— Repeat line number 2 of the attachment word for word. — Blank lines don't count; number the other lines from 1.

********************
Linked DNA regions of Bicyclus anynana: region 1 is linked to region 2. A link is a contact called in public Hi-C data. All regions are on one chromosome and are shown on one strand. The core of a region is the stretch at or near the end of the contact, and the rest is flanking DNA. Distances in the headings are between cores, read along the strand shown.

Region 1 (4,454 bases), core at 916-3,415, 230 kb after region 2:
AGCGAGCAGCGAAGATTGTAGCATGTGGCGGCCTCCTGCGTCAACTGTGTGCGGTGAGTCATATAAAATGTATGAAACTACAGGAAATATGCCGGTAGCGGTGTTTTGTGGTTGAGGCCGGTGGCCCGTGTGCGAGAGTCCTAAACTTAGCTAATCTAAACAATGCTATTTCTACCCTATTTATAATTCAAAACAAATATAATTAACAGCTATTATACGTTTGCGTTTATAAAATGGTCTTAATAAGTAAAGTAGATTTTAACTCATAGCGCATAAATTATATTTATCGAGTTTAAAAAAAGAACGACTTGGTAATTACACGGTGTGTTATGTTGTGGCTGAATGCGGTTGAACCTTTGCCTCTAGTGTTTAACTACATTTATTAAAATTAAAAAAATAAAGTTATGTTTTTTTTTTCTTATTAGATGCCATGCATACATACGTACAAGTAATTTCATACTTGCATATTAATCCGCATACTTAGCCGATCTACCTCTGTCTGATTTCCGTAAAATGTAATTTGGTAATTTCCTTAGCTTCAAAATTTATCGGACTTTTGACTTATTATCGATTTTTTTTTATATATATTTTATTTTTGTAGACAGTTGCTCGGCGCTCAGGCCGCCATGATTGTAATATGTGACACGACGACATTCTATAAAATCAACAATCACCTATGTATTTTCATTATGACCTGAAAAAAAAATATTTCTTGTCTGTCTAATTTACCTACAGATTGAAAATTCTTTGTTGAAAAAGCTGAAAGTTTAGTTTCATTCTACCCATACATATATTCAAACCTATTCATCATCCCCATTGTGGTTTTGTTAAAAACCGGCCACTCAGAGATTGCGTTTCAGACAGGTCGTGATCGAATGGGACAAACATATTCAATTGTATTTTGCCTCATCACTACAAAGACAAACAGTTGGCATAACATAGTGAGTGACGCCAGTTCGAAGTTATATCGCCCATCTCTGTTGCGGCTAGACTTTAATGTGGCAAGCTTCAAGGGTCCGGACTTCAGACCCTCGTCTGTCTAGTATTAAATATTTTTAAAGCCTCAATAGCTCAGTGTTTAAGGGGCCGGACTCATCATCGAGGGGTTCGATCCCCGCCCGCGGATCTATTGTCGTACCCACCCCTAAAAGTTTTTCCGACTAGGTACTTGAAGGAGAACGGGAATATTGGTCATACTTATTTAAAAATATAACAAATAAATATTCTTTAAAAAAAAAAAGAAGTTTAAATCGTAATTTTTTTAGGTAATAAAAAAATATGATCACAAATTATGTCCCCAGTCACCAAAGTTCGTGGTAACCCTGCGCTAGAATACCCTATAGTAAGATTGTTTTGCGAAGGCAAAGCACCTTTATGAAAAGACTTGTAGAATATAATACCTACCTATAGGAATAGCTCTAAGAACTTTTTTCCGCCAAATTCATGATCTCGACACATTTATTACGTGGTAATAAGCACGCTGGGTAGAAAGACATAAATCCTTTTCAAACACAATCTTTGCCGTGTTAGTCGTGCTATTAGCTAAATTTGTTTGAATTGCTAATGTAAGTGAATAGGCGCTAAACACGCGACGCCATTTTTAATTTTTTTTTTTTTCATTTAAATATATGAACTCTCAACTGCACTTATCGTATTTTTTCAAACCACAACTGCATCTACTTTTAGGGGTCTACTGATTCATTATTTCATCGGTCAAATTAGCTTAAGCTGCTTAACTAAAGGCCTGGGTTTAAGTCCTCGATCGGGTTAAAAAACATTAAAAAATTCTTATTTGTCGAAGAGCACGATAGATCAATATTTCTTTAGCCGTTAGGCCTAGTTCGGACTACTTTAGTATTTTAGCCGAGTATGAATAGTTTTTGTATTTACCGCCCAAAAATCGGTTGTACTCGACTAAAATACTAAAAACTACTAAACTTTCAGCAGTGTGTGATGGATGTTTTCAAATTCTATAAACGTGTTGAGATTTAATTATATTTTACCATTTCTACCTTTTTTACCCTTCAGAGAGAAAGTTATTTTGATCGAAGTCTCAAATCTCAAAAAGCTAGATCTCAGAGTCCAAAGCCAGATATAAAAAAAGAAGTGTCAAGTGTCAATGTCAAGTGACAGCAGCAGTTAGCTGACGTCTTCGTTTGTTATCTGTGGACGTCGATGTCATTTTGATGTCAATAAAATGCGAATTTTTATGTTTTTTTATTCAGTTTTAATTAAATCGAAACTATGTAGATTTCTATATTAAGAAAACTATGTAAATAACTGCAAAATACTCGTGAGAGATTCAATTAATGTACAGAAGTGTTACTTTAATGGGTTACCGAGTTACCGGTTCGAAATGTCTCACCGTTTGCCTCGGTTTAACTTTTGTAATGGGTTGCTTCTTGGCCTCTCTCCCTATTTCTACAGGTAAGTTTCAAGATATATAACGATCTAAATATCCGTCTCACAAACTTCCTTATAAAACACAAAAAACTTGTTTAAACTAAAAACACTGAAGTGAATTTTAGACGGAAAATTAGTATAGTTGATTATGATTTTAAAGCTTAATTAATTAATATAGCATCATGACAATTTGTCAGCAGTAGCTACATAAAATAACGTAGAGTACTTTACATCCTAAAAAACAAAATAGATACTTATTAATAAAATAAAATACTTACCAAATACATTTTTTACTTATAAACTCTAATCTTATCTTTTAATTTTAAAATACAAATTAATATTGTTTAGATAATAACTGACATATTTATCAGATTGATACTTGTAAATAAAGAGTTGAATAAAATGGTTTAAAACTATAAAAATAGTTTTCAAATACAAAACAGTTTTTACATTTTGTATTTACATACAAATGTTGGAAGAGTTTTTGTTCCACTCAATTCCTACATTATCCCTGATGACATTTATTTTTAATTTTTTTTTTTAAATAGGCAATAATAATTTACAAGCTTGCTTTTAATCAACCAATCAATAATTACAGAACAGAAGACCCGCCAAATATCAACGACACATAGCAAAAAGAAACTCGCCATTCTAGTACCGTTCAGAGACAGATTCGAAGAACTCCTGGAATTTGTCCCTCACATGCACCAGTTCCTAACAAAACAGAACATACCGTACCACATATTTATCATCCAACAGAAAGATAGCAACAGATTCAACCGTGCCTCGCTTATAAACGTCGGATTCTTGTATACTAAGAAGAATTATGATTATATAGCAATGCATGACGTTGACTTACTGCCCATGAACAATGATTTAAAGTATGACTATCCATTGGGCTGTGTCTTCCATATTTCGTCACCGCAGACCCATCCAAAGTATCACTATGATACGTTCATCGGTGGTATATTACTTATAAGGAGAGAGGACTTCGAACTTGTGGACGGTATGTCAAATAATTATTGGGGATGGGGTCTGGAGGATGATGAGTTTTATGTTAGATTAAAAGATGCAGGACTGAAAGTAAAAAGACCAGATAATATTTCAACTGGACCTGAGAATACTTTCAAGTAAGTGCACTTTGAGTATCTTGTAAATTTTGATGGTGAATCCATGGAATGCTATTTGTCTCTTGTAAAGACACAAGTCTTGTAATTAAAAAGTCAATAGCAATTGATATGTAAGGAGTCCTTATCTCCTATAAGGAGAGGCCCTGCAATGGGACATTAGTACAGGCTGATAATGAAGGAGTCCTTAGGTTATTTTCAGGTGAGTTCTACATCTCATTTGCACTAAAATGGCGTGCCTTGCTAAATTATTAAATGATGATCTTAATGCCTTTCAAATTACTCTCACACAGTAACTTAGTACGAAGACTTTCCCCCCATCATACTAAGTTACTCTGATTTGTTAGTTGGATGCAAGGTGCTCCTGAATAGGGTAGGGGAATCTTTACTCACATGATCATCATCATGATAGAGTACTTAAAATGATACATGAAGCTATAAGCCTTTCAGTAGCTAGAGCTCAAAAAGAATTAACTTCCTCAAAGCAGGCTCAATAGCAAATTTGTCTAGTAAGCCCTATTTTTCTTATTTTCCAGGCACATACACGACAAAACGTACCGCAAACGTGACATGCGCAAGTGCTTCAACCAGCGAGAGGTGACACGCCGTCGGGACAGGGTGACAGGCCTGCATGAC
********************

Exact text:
Region 1 (4,454 bases), core at 916-3,415, 230 kb after region 2: